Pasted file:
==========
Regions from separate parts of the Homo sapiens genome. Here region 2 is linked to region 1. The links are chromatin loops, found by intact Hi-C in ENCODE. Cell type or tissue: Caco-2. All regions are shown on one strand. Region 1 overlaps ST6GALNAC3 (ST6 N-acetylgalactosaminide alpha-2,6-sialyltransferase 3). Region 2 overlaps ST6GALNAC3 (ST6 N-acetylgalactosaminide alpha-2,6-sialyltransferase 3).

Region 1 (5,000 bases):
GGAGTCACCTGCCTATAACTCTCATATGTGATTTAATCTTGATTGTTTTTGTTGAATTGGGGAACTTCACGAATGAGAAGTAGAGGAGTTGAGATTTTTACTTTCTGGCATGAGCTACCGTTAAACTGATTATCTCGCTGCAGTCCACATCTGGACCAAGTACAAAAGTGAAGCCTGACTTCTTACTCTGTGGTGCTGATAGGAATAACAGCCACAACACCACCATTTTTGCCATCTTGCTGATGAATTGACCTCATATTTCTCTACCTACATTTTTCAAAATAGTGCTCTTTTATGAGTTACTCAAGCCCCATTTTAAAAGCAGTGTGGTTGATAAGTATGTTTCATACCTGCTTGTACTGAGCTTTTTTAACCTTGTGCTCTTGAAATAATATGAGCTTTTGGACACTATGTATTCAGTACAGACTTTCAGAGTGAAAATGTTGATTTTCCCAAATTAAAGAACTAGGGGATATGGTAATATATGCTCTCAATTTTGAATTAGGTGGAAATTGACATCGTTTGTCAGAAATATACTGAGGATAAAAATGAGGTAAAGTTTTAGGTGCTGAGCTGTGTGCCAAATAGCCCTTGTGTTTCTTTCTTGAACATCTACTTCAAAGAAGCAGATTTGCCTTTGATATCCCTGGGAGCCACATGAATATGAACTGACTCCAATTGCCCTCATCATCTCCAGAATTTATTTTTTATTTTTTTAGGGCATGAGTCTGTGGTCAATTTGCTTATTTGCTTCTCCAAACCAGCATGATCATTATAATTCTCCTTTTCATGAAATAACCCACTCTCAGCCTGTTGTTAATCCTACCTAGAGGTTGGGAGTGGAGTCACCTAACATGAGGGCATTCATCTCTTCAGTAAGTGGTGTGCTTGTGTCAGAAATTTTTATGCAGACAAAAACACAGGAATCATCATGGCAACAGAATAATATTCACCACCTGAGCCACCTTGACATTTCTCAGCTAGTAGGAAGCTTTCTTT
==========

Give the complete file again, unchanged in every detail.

Regions from separate parts of the Homo sapiens genome. Here region 2 is linked to region 1. The links are chromatin loops, found by intact Hi-C in ENCODE. Cell type or tissue: Caco-2. All regions are shown on one strand. Region 1 overlaps ST6GALNAC3 (ST6 N-acetylgalactosaminide alpha-2,6-sialyltransferase 3). Region 2 overlaps ST6GALNAC3 (ST6 N-acetylgalactosaminide alpha-2,6-sialyltransferase 3).

Region 1 (5,000 bases):
GGAGTCACCTGCCTATAACTCTCATATGTGATTTAATCTTGATTGTTTTTGTTGAATTGGGGAACTTCACGAATGAGAAGTAGAGGAGTTGAGATTTTTACTTTCTGGCATGAGCTACCGTTAAACTGATTATCTCGCTGCAGTCCACATCTGGACCAAGTACAAAAGTGAAGCCTGACTTCTTACTCTGTGGTGCTGATAGGAATAACAGCCACAACACCACCATTTTTGCCATCTTGCTGATGAATTGACCTCATATTTCTCTACCTACATTTTTCAAAATAGTGCTCTTTTATGAGTTACTCAAGCCCCATTTTAAAAGCAGTGTGGTTGATAAGTATGTTTCATACCTGCTTGTACTGAGCTTTTTTAACCTTGTGCTCTTGAAATAATATGAGCTTTTGGACACTATGTATTCAGTACAGACTTTCAGAGTGAAAATGTTGATTTTCCCAAATTAAAGAACTAGGGGATATGGTAATATATGCTCTCAATTTTGAATTAGGTGGAAATTGACATCGTTTGTCAGAAATATACTGAGGATAAAAATGAGGTAAAGTTTTAGGTGCTGAGCTGTGTGCCAAATAGCCCTTGTGTTTCTTTCTTGAACATCTACTTCAAAGAAGCAGATTTGCCTTTGATATCCCTGGGAGCCACATGAATATGAACTGACTCCAATTGCCCTCATCATCTCCAGAATTTATTTTTTATTTTTTTAGGGCATGAGTCTGTGGTCAATTTGCTTATTTGCTTCTCCAAACCAGCATGATCATTATAATTCTCCTTTTCATGAAATAACCCACTCTCAGCCTGTTGTTAATCCTACCTAGAGGTTGGGAGTGGAGTCACCTAACATGAGGGCATTCATCTCTTCAGTAAGTGGTGTGCTTGTGTCAGAAATTTTTATGCAGACAAAAACACAGGAATCATCATGGCAACAGAATAATATTCACCACCTGAGCCACCTTGACATTTCTCAGCTAGTAGGAAGCTTTCTTT